A workplace injury may cause significant strife and other problems in your life. Unfortunately, the costs of treating any type of serious injury can be extremely high, and workers will often lack the financial means to pay for the medical care that they need. In these instances, workers compensation benefits can be instrumental in allowing the injured worker to afford treatment.
When Should You Notify Your Employer About Your Injury?
In order to give yourself the best chances of successfully filing for workers compensation benefits, you will want to be sure that you are reporting any workplace injuries as soon as they occur. This step is important for creating a documented paper trail that links your injuries to your job. Otherwise, it may be more difficult to draw a direct link from the injuries to the job. If you failed to notify your manager at the time of the injury, you should make it a point to notify them of this problem as soon as possible to minimize the risk to completing your claim.
Can You Sue Your Employer After Filing The Worker's Compensation Claim?
Some workers may be under the wrong impression that they will be able to file a lawsuit against their employer after they have filed for workers compensation. However, it is common for workers compensation policies to forbid individuals to file a lawsuit against their employer. While this may prevent you from taking legal action against your employer, it will not bar you from taking actions against other parties that may have been at least partially responsible for your injuries. For example, if a supplier left materials in the open and your injuries were sustained from tripping over these materials, you may be able to take legal action against the supplier without violating the terms of the worker's compensation policy.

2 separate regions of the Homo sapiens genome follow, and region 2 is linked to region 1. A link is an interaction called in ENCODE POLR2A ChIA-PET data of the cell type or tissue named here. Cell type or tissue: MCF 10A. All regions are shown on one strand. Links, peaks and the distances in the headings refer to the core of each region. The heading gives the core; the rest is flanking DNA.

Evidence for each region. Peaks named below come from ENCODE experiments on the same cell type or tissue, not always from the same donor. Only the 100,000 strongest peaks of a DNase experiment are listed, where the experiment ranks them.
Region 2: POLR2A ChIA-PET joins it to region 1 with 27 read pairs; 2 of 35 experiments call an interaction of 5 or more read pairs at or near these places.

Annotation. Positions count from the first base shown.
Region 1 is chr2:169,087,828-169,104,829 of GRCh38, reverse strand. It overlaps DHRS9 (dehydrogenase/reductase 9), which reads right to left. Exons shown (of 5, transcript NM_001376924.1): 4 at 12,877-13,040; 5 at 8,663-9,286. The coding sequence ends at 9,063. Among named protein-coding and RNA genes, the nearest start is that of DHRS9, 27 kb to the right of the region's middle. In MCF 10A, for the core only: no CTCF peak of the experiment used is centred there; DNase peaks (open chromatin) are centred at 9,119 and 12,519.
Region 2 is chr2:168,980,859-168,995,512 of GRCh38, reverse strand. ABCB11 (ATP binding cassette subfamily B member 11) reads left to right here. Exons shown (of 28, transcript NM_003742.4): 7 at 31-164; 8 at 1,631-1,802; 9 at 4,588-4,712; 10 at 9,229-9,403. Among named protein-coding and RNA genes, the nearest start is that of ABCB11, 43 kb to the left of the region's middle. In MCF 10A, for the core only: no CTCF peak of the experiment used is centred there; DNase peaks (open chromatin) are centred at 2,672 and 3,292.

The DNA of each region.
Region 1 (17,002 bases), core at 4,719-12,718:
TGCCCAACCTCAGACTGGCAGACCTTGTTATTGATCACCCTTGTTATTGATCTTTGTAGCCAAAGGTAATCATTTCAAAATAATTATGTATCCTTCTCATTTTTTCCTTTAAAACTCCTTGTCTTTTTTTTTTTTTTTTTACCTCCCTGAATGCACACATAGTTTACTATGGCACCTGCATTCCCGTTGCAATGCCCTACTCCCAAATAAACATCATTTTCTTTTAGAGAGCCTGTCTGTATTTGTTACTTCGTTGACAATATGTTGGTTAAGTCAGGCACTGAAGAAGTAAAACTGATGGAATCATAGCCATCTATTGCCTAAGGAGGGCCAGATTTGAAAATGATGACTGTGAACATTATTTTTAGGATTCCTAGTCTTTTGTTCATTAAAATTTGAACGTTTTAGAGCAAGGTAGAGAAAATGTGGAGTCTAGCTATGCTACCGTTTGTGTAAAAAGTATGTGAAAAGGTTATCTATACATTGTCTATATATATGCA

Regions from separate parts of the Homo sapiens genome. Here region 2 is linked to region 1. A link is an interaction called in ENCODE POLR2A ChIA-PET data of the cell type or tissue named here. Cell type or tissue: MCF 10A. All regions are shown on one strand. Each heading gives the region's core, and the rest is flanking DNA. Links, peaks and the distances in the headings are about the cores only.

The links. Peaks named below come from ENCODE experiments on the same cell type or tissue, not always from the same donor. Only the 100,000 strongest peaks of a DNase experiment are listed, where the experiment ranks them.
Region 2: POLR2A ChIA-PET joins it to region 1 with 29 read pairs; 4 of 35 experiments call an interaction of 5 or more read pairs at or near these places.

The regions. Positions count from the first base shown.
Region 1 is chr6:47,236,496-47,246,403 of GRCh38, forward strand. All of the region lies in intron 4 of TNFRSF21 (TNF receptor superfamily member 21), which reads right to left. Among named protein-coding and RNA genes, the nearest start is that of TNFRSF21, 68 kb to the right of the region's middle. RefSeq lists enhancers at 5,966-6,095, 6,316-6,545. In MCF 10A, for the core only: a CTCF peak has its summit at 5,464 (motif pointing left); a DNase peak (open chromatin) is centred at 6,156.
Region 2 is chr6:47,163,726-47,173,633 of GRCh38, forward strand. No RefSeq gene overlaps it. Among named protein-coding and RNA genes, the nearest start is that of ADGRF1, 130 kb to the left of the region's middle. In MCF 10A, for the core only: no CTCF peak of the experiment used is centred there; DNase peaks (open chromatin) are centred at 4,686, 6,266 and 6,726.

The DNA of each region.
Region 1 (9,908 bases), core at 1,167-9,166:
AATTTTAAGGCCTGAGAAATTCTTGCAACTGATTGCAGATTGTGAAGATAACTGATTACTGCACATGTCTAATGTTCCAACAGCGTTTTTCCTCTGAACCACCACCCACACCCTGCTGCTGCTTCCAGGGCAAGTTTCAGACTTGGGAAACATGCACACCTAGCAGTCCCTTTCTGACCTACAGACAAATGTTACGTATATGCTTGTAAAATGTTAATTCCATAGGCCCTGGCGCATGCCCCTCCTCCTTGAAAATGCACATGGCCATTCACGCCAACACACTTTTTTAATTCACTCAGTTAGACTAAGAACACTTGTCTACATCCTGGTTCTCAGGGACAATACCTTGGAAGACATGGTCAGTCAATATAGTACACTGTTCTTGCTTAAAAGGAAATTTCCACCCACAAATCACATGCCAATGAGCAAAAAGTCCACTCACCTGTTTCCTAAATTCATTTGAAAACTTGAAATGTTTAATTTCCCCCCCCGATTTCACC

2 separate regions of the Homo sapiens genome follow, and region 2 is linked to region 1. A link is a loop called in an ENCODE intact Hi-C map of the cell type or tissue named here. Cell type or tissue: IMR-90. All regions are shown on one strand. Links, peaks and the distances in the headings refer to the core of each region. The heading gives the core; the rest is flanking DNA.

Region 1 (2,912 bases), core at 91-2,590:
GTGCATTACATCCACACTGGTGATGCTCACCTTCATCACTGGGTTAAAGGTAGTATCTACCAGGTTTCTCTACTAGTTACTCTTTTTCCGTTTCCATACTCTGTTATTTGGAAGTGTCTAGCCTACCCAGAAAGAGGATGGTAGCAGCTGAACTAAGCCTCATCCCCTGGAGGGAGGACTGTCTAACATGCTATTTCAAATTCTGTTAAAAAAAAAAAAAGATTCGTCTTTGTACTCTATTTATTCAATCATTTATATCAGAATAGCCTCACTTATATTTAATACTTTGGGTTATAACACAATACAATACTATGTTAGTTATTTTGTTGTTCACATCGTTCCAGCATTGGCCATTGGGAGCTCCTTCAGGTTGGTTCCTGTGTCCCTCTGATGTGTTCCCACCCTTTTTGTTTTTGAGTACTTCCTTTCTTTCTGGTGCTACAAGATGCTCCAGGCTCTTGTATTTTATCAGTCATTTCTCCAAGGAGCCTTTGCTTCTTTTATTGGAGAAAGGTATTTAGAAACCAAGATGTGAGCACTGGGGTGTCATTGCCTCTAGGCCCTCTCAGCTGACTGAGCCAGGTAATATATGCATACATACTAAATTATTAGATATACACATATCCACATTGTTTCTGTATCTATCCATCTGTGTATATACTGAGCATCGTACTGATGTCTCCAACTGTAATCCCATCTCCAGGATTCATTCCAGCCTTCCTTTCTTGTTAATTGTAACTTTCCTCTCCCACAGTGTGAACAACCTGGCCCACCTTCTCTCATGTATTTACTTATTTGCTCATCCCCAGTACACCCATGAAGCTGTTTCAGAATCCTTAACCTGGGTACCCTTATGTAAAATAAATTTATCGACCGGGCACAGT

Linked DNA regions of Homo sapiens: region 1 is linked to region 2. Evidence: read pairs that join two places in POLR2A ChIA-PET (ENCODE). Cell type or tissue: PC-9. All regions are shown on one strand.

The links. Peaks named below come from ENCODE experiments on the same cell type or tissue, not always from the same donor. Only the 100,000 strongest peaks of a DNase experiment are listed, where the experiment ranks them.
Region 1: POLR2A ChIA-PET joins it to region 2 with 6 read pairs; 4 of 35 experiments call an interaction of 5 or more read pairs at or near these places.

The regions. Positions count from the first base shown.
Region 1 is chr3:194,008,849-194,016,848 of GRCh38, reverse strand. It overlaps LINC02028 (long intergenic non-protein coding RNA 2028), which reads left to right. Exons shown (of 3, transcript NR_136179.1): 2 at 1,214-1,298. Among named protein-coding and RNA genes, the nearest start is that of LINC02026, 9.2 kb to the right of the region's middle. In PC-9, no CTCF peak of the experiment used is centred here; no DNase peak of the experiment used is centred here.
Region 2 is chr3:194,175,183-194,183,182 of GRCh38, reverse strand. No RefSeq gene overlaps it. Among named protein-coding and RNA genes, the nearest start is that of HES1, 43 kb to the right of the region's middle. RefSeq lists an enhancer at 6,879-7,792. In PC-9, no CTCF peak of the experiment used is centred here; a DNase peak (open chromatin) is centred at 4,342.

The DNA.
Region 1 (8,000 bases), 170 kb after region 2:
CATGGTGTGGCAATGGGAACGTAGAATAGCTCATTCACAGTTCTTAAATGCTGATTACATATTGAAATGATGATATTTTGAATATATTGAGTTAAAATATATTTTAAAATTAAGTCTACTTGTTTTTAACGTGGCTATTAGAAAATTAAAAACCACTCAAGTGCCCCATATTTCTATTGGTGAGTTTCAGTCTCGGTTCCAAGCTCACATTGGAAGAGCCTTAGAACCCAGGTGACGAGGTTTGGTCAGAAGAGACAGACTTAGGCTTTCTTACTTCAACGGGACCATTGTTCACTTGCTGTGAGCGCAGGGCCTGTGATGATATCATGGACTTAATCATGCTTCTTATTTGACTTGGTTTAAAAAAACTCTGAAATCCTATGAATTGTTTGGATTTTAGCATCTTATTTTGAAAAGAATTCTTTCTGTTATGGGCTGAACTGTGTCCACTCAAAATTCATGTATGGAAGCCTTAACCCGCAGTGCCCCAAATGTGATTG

Will You Be Forced To Return To Work Before You Have Fully Recovered?
It is common for individuals to feel a tremendous amount of pressure to return to work. However, it should be noted that injured workers have legal protections against being terminated during their recovery process. In fact, it will typically be up to the patient's doctor to determine when they should be able to return to their job. For patients that want to return to work as soon as they can, it may be possible for their doctor to authorize them for limited work duties. In this instance, the employer will be obligated to make an effort to accommodate the worker so that they can return to work without risking straining or otherwise injuring themselves more.
Contact a workers compensation attorney for further assistance.